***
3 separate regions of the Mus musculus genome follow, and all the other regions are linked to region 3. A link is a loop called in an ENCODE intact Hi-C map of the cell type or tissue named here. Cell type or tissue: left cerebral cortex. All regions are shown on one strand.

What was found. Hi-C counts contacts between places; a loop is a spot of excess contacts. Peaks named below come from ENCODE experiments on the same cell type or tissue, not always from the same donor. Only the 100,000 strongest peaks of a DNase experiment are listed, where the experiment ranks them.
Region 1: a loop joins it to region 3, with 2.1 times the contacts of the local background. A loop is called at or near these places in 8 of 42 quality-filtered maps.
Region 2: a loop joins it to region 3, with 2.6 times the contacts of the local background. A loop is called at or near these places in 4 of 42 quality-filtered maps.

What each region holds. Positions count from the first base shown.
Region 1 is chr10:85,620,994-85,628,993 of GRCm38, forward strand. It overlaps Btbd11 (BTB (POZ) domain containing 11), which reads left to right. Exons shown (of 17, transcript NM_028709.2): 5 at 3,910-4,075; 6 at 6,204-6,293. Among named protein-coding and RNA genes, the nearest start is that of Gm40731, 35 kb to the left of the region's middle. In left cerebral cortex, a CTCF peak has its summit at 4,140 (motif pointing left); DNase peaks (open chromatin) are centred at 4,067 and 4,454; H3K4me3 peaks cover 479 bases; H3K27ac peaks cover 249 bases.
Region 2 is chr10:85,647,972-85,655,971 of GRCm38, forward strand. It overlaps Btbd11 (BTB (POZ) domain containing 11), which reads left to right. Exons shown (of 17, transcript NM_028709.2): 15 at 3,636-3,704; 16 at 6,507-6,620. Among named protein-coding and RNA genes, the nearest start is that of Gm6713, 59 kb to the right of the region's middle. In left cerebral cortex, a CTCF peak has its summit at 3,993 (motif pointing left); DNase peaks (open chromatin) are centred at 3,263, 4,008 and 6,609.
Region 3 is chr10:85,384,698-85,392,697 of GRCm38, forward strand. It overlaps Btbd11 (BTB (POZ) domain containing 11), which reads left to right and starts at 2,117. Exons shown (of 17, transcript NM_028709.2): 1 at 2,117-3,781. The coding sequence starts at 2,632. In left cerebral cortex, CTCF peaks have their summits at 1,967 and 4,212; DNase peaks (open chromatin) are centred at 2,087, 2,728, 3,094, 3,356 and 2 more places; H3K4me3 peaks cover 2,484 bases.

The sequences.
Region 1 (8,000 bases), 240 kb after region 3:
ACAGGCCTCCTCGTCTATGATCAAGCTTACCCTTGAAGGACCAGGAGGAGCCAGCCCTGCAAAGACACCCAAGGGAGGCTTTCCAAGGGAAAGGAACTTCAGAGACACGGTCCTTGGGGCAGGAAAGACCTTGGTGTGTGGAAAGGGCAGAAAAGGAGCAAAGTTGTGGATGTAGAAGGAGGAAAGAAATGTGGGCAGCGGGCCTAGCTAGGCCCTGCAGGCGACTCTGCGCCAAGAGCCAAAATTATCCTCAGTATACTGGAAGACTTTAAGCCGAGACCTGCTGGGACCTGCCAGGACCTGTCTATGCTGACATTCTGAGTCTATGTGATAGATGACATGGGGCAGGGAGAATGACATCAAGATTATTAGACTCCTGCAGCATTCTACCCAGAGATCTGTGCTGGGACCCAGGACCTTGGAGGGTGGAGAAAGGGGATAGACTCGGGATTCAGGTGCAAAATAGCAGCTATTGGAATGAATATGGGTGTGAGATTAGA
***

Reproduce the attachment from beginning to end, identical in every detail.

3 separate regions of the Mus musculus genome follow, and all the other regions are linked to region 3. A link is a loop called in an ENCODE intact Hi-C map of the cell type or tissue named here. Cell type or tissue: left cerebral cortex. All regions are shown on one strand.

What was found. Hi-C counts contacts between places; a loop is a spot of excess contacts. Peaks named below come from ENCODE experiments on the same cell type or tissue, not always from the same donor. Only the 100,000 strongest peaks of a DNase experiment are listed, where the experiment ranks them.
Region 1: a loop joins it to region 3, with 2.1 times the contacts of the local background. A loop is called at or near these places in 8 of 42 quality-filtered maps.
Region 2: a loop joins it to region 3, with 2.6 times the contacts of the local background. A loop is called at or near these places in 4 of 42 quality-filtered maps.

What each region holds. Positions count from the first base shown.
Region 1 is chr10:85,620,994-85,628,993 of GRCm38, forward strand. It overlaps Btbd11 (BTB (POZ) domain containing 11), which reads left to right. Exons shown (of 17, transcript NM_028709.2): 5 at 3,910-4,075; 6 at 6,204-6,293. Among named protein-coding and RNA genes, the nearest start is that of Gm40731, 35 kb to the left of the region's middle. In left cerebral cortex, a CTCF peak has its summit at 4,140 (motif pointing left); DNase peaks (open chromatin) are centred at 4,067 and 4,454; H3K4me3 peaks cover 479 bases; H3K27ac peaks cover 249 bases.
Region 2 is chr10:85,647,972-85,655,971 of GRCm38, forward strand. It overlaps Btbd11 (BTB (POZ) domain containing 11), which reads left to right. Exons shown (of 17, transcript NM_028709.2): 15 at 3,636-3,704; 16 at 6,507-6,620. Among named protein-coding and RNA genes, the nearest start is that of Gm6713, 59 kb to the right of the region's middle. In left cerebral cortex, a CTCF peak has its summit at 3,993 (motif pointing left); DNase peaks (open chromatin) are centred at 3,263, 4,008 and 6,609.
Region 3 is chr10:85,384,698-85,392,697 of GRCm38, forward strand. It overlaps Btbd11 (BTB (POZ) domain containing 11), which reads left to right and starts at 2,117. Exons shown (of 17, transcript NM_028709.2): 1 at 2,117-3,781. The coding sequence starts at 2,632. In left cerebral cortex, CTCF peaks have their summits at 1,967 and 4,212; DNase peaks (open chromatin) are centred at 2,087, 2,728, 3,094, 3,356 and 2 more places; H3K4me3 peaks cover 2,484 bases.

The sequences.
Region 1 (8,000 bases), 240 kb after region 3:
ACAGGCCTCCTCGTCTATGATCAAGCTTACCCTTGAAGGACCAGGAGGAGCCAGCCCTGCAAAGACACCCAAGGGAGGCTTTCCAAGGGAAAGGAACTTCAGAGACACGGTCCTTGGGGCAGGAAAGACCTTGGTGTGTGGAAAGGGCAGAAAAGGAGCAAAGTTGTGGATGTAGAAGGAGGAAAGAAATGTGGGCAGCGGGCCTAGCTAGGCCCTGCAGGCGACTCTGCGCCAAGAGCCAAAATTATCCTCAGTATACTGGAAGACTTTAAGCCGAGACCTGCTGGGACCTGCCAGGACCTGTCTATGCTGACATTCTGAGTCTATGTGATAGATGACATGGGGCAGGGAGAATGACATCAAGATTATTAGACTCCTGCAGCATTCTACCCAGAGATCTGTGCTGGGACCCAGGACCTTGGAGGGTGGAGAAAGGGGATAGACTCGGGATTCAGGTGCAAAATAGCAGCTATTGGAATGAATATGGGTGTGAGATTAGA